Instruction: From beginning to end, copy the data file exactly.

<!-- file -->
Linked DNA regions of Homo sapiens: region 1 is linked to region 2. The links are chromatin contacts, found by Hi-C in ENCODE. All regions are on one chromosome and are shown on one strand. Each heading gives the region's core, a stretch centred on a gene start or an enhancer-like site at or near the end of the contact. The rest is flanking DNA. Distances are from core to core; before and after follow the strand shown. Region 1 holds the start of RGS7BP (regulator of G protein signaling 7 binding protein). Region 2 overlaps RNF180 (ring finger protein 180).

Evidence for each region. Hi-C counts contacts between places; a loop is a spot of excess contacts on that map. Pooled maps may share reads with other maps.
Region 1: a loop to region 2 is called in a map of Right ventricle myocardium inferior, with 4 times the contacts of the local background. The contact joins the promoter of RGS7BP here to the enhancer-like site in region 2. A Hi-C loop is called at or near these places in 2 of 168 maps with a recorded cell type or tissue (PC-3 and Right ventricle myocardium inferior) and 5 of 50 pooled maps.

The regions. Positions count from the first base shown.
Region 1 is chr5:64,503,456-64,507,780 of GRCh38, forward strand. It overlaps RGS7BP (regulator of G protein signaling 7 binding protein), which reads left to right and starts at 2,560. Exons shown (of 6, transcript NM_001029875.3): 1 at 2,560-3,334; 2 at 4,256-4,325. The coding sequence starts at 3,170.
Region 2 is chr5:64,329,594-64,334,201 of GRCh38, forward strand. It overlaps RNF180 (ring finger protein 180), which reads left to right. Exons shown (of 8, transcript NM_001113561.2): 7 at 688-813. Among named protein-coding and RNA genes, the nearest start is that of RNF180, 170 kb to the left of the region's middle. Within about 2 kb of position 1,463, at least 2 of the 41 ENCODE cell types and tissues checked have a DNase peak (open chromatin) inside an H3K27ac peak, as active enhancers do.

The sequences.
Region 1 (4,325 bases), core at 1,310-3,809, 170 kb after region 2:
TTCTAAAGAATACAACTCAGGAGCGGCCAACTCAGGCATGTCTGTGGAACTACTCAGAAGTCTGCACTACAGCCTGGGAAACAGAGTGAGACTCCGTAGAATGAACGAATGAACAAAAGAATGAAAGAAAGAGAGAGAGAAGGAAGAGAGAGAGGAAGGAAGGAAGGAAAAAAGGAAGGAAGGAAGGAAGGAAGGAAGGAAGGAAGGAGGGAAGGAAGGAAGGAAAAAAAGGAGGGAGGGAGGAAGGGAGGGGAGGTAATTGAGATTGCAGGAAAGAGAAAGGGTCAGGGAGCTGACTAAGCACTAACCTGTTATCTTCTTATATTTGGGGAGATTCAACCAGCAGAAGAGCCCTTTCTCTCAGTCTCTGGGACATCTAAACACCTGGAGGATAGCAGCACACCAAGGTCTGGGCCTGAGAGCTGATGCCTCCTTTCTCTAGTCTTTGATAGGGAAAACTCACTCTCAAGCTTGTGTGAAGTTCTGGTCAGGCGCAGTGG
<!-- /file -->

Linked DNA regions of Homo sapiens: region 1 is linked to region 2. The links are chromatin contacts, found by Hi-C in ENCODE. All regions are on one chromosome and are shown on one strand. Each heading gives the region's core, a stretch centred on a gene start or an enhancer-like site at or near the end of the contact. The rest is flanking DNA. Distances are from core to core; before and after follow the strand shown. Region 1 holds the start of RGS7BP (regulator of G protein signaling 7 binding protein). Region 2 overlaps RNF180 (ring finger protein 180).

Evidence for each region. Hi-C counts contacts between places; a loop is a spot of excess contacts on that map. Pooled maps may share reads with other maps.
Region 1: a loop to region 2 is called in a map of Right ventricle myocardium inferior, with 4 times the contacts of the local background. The contact joins the promoter of RGS7BP here to the enhancer-like site in region 2. A Hi-C loop is called at or near these places in 2 of 168 maps with a recorded cell type or tissue (PC-3 and Right ventricle myocardium inferior) and 5 of 50 pooled maps.

The regions. Positions count from the first base shown.
Region 1 is chr5:64,503,456-64,507,780 of GRCh38, forward strand. It overlaps RGS7BP (regulator of G protein signaling 7 binding protein), which reads left to right and starts at 2,560. Exons shown (of 6, transcript NM_001029875.3): 1 at 2,560-3,334; 2 at 4,256-4,325. The coding sequence starts at 3,170.
Region 2 is chr5:64,329,594-64,334,201 of GRCh38, forward strand. It overlaps RNF180 (ring finger protein 180), which reads left to right. Exons shown (of 8, transcript NM_001113561.2): 7 at 688-813. Among named protein-coding and RNA genes, the nearest start is that of RNF180, 170 kb to the left of the region's middle. Within about 2 kb of position 1,463, at least 2 of the 41 ENCODE cell types and tissues checked have a DNase peak (open chromatin) inside an H3K27ac peak, as active enhancers do.

The sequences.
Region 1 (4,325 bases), core at 1,310-3,809, 170 kb after region 2:
TTCTAAAGAATACAACTCAGGAGCGGCCAACTCAGGCATGTCTGTGGAACTACTCAGAAGTCTGCACTACAGCCTGGGAAACAGAGTGAGACTCCGTAGAATGAACGAATGAACAAAAGAATGAAAGAAAGAGAGAGAGAAGGAAGAGAGAGAGGAAGGAAGGAAGGAAAAAAGGAAGGAAGGAAGGAAGGAAGGAAGGAAGGAAGGAGGGAAGGAAGGAAGGAAAAAAAGGAGGGAGGGAGGAAGGGAGGGGAGGTAATTGAGATTGCAGGAAAGAGAAAGGGTCAGGGAGCTGACTAAGCACTAACCTGTTATCTTCTTATATTTGGGGAGATTCAACCAGCAGAAGAGCCCTTTCTCTCAGTCTCTGGGACATCTAAACACCTGGAGGATAGCAGCACACCAAGGTCTGGGCCTGAGAGCTGATGCCTCCTTTCTCTAGTCTTTGATAGGGAAAACTCACTCTCAAGCTTGTGTGAAGTTCTGGTCAGGCGCAGTGG